And at the same time you recycle the body of a discarded computer mouse and learn what you can do with a discarded CD-ROM by heating and cutting it. A green touch!
Check out the result in this short video:
It is by far not a close replica of the Star Trek (TOS) communicator, but to my opinion very recognisable. I would even say it looks cool as such. It is not oriented towards the hardcore Trekkie, but towards kids aged 9+ making it by themselves. The description in this Instructable and the use of tools does suppose adult guidance for the youngest among you. Of course, if you are an experienced young tinkerer or an adult with an active inner child, you can do it just on your own. If you like it, please give this Ible your vote in the Epilog Challenge (check out the voting dates).
When I recently introduced my nine year old daughter to Star Trek The Original Series, she immediately developed into a real Trekker. That makes the third generation in our family. It was soon decided the next "DVD&Craft theme day", which I set up yearly for my daughter and a couple of her friends, would be all about Star Trek. So I started to think what cool Trek things they could make themselves and were reasonably cheap to allow a small group of kids to each make their own. The office supplies Enterprise and the "Fuzzy Logic" Tribble were truly inspirational ideas, but I came up making a communicator based on:
- a discarded computer mouse. These have a size that is about right and a shape that is somewhat alternative, but certainly fitting such a hand held device. And these days they are commonly available in black and discarded specimens are easily found. And of course it reminds us of Scotty talking into the computer mouse in Star Trek IV;
- a hard paper hole pattern board (as used for circuit boards) as an antenna/lid. It is easily shaped (see step 2) to the curvature of the mouse. OK, it does not have the original shape and the holes are completely the wrong dimensions, but again it is recognisable and I could get pieces fitting my mouse communicator with exactly the right (as cutting is little tricky for kids whit this kind of material, this saved work me in preparation);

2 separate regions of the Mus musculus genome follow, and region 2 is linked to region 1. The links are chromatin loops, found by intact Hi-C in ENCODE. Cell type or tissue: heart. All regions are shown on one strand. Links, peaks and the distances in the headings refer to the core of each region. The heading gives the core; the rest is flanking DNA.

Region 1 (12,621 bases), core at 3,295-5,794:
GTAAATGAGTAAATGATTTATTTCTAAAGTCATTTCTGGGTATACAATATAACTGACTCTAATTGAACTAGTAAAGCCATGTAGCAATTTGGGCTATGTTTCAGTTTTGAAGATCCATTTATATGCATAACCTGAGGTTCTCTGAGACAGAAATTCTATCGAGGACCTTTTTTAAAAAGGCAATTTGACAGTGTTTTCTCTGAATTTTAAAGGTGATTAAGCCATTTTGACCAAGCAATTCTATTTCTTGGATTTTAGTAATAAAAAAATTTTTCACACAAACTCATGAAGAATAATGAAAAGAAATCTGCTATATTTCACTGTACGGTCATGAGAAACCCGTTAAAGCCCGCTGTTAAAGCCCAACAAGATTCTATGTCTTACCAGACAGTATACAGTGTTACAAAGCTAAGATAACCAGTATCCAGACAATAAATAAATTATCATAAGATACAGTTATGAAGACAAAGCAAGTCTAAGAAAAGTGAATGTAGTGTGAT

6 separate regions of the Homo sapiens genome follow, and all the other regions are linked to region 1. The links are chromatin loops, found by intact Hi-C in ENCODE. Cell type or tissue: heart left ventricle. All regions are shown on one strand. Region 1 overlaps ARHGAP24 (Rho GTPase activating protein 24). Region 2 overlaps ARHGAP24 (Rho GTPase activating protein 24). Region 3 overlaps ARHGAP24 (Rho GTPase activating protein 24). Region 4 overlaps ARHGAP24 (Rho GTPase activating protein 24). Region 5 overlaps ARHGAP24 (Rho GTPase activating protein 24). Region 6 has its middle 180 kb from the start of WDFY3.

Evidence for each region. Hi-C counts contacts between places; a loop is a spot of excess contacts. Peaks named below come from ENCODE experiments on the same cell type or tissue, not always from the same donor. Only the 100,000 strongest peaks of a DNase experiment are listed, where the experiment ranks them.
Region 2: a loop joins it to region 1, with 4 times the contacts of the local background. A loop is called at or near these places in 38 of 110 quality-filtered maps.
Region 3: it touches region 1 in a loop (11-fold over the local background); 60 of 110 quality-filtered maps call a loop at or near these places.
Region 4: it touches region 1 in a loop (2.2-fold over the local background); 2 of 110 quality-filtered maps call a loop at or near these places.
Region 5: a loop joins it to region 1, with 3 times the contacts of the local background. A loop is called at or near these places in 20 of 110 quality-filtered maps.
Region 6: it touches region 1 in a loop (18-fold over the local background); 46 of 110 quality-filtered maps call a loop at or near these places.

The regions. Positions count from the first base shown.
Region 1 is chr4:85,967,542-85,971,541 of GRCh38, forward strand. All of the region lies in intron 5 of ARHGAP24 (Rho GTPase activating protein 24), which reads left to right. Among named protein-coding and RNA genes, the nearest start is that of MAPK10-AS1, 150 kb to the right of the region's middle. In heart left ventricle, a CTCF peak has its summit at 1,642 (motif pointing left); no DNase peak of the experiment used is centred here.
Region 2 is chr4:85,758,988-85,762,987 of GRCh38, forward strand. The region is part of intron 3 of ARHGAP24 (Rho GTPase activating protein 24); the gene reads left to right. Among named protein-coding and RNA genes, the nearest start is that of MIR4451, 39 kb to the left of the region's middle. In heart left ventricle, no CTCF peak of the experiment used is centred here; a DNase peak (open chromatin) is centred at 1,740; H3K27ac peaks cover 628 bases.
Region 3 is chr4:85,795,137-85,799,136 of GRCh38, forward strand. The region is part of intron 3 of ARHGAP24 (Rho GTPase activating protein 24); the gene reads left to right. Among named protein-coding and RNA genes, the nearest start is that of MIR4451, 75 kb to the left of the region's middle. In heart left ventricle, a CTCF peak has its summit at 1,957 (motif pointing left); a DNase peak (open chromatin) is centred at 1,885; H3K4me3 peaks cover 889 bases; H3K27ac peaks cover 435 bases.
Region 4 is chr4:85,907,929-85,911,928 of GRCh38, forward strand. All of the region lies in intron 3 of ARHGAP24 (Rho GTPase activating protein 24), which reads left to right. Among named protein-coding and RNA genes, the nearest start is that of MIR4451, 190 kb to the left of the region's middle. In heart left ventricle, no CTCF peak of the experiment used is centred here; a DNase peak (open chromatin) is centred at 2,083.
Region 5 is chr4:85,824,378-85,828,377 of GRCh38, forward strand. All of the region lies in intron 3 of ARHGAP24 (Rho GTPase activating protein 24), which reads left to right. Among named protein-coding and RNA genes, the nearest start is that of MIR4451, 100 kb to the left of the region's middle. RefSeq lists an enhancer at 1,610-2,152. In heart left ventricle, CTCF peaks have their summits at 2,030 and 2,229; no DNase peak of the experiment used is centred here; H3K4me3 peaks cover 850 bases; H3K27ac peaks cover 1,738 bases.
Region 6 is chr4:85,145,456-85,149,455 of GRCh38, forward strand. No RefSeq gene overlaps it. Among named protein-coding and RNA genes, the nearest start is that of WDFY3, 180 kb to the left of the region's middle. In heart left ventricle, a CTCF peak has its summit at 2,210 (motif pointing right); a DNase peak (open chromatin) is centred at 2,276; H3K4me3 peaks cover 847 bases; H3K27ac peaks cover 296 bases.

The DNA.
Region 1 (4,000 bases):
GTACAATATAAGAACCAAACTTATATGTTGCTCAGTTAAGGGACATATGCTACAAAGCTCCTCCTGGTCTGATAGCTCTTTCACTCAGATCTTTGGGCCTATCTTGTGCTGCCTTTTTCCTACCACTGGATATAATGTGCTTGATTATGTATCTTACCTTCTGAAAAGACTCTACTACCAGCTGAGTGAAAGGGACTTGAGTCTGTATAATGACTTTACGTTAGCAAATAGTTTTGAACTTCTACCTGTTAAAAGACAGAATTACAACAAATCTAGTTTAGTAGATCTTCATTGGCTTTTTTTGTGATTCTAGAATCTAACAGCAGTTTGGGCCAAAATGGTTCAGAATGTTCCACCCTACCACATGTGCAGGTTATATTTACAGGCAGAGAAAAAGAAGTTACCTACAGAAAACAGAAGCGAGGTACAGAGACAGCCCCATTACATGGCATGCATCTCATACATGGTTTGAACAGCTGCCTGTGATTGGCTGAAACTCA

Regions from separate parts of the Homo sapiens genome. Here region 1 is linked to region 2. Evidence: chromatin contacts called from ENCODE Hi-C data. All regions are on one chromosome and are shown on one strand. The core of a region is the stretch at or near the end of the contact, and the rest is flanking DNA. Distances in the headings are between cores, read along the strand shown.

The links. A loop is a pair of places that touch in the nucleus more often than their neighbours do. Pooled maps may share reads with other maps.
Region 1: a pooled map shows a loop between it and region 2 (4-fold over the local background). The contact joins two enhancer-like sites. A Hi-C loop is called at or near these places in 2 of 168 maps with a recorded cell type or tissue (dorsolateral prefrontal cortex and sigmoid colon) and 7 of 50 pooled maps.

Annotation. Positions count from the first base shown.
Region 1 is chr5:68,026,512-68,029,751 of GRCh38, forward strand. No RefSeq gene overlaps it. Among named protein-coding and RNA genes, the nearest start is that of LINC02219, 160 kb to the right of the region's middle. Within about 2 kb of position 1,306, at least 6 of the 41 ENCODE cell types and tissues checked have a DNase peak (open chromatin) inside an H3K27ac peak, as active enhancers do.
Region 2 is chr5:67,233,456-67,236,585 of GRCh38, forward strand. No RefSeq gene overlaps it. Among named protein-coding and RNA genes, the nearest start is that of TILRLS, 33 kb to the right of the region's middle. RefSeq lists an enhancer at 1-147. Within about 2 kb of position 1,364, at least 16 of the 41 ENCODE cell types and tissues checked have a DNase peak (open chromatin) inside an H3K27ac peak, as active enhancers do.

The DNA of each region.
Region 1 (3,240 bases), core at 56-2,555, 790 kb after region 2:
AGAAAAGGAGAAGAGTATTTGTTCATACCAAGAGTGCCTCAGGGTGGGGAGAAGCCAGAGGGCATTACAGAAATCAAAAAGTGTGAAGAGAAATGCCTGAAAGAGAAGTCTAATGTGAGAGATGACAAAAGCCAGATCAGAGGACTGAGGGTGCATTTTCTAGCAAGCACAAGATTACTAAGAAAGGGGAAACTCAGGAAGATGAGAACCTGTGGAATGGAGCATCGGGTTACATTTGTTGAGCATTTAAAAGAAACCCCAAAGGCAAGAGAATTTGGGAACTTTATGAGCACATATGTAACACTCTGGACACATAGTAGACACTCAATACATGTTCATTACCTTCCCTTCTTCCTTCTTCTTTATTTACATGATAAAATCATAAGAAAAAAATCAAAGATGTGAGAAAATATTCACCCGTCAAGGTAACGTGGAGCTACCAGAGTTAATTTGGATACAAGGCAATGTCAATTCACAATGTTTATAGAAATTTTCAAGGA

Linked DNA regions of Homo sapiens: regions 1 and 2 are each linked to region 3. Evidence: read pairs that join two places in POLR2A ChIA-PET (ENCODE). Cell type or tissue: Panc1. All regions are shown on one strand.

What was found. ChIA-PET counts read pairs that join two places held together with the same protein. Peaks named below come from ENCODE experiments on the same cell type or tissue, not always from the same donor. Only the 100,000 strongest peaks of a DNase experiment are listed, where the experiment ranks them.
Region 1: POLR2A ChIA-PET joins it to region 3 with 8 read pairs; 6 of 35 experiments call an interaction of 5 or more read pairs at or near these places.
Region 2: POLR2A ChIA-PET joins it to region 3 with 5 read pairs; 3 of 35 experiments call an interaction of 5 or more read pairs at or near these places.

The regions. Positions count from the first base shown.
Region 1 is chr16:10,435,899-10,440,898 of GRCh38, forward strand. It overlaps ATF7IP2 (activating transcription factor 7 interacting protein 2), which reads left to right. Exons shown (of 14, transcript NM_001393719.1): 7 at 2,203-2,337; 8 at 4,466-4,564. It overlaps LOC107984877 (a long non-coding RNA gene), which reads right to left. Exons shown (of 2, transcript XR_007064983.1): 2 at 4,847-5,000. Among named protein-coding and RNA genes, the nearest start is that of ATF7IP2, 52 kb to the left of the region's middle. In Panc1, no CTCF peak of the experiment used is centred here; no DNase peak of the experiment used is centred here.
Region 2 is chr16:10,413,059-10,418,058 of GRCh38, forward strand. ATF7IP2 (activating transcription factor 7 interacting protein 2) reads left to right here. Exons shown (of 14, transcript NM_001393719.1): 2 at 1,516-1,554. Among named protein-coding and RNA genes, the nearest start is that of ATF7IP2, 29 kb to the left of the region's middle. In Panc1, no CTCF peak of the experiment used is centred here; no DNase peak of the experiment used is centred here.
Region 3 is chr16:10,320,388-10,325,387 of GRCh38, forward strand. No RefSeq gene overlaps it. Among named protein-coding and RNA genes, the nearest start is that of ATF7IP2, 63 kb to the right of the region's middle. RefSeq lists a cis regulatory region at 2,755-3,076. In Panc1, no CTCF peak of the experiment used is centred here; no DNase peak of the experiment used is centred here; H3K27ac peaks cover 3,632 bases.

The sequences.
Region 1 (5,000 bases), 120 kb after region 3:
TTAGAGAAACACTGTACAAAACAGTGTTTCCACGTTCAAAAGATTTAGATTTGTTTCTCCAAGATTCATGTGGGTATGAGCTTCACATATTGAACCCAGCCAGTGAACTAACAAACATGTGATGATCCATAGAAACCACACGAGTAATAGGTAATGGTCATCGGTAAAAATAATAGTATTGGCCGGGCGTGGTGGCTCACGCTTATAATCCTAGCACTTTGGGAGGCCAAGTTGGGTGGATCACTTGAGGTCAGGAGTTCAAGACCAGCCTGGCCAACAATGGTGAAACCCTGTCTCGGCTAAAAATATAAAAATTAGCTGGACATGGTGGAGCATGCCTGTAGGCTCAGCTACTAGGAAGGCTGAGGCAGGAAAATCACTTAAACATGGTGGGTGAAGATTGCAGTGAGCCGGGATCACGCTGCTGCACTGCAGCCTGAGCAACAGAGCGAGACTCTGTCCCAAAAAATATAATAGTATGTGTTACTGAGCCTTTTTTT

- a 5 euro sound recording module as used for greeting cards (with a built in storage for 10 seconds) on which we record the obligatory chirp from a .wav found on the net and possibly a response from the enterprise. No electronics skills nor soldering needed
Step 1: Materials and Tools
a (black) discarded computer mouse;
a small sound recording module (e.g. the kind used for greeting cards product ID 191184. at Conrad);
a hole pattern board 10 by 5 cm (e.g. hard paper type, product ID 528404 at Conrad);
about 4 cm of blank metal wire fitting the holes in the pattern board;
some (black) card/thick paper;
a piece of stiff plastic, cardboard or thin plywood about 45 x 60 x 1 mm (e.g. a piece cut from a heated discarded CD-ROM, see step 2);
some (black) duct tape;
some (low temp melt) glue (+ glue gun);
some double sided tape (can be replaced by glue and patience);
black paint for plastics, if your mouse is not black. Paint for lexan/polycarbonate model cars bodies works good.
black permanent marker if either your card/thick paper or duct tape is not black.
Something that marks on black if either your card/thick paper or mouse is black (e.g. black board chalk).
a (small) hacksaw
a drill (a drill stand or an ordinary power drill mounted in a stand makes the drilling feasible for the younger tinkerers)
a drill bit about 5 mm diameter
a flat file or sandpaper on a piece of wood
a kitchen oven.
a computer and the original Star Trek communicator chirp sound on file (see step 5 for links).
Optional but handy tools:
some (speed) clamps;
audio or video editing software.
Suggested materials and tools for optional finishing:
the rest of a discarded CD-ROM;
a drill bit with a diameter equal or slightly bigger than the microphone from the sound recorder;
5 steel rings 10mm outside diameter;
some coloured (low temp, small diameter) melt glue (no glue gun required for this part);
a cutter knife;
some anti stick baking paper;
other Star Trek sounds and spoken text on file.
About 25 cm of aluminium wire 1.5 to 3 mm diameter, if possible flattened to a square section.
The picture below just shows the main parts.
Step 2: Shaping the Antenna/lid and Other Hot Topics
We pass the blank metal wire through the corner holes of the board and it bend it under the tension of the wire by twisting the wire ends together (by hand or with pliers whichever works best for you). Compare with the curvature of the mouse. Do not bend extra to compensate for spring back, you can always do that later. Put the board with the wire under tension in a kitchen oven at a 150 Celsius for five minutes. Let it cool to room temperature before removing the wire. If the curvature is not enough compared to the mouse (do not expect an exact fit) you can repeat the process with some more bending.
If you use a discarded CD for the piece of stiff plastic and/or for decorative pieces it green energy-friendly to put it in the oven at the same time. You can cut a CD with scissors without shattering it by heating it to about a 150 Celsius. How long it takes to heat it up to a 150 Celsius depends on your oven. In a modern oven five minutes should be enough. Do wear eye protection as it might still shatter and of course hand protection for the heat. Unless you work very quickly reheat it between cuts.
And if you plan to do the decoration as suggested in step 6, put the mock "buttons" and "indicators" in the oven at the same time.
Step 3: Disemboweling and Cutting the Mouse Body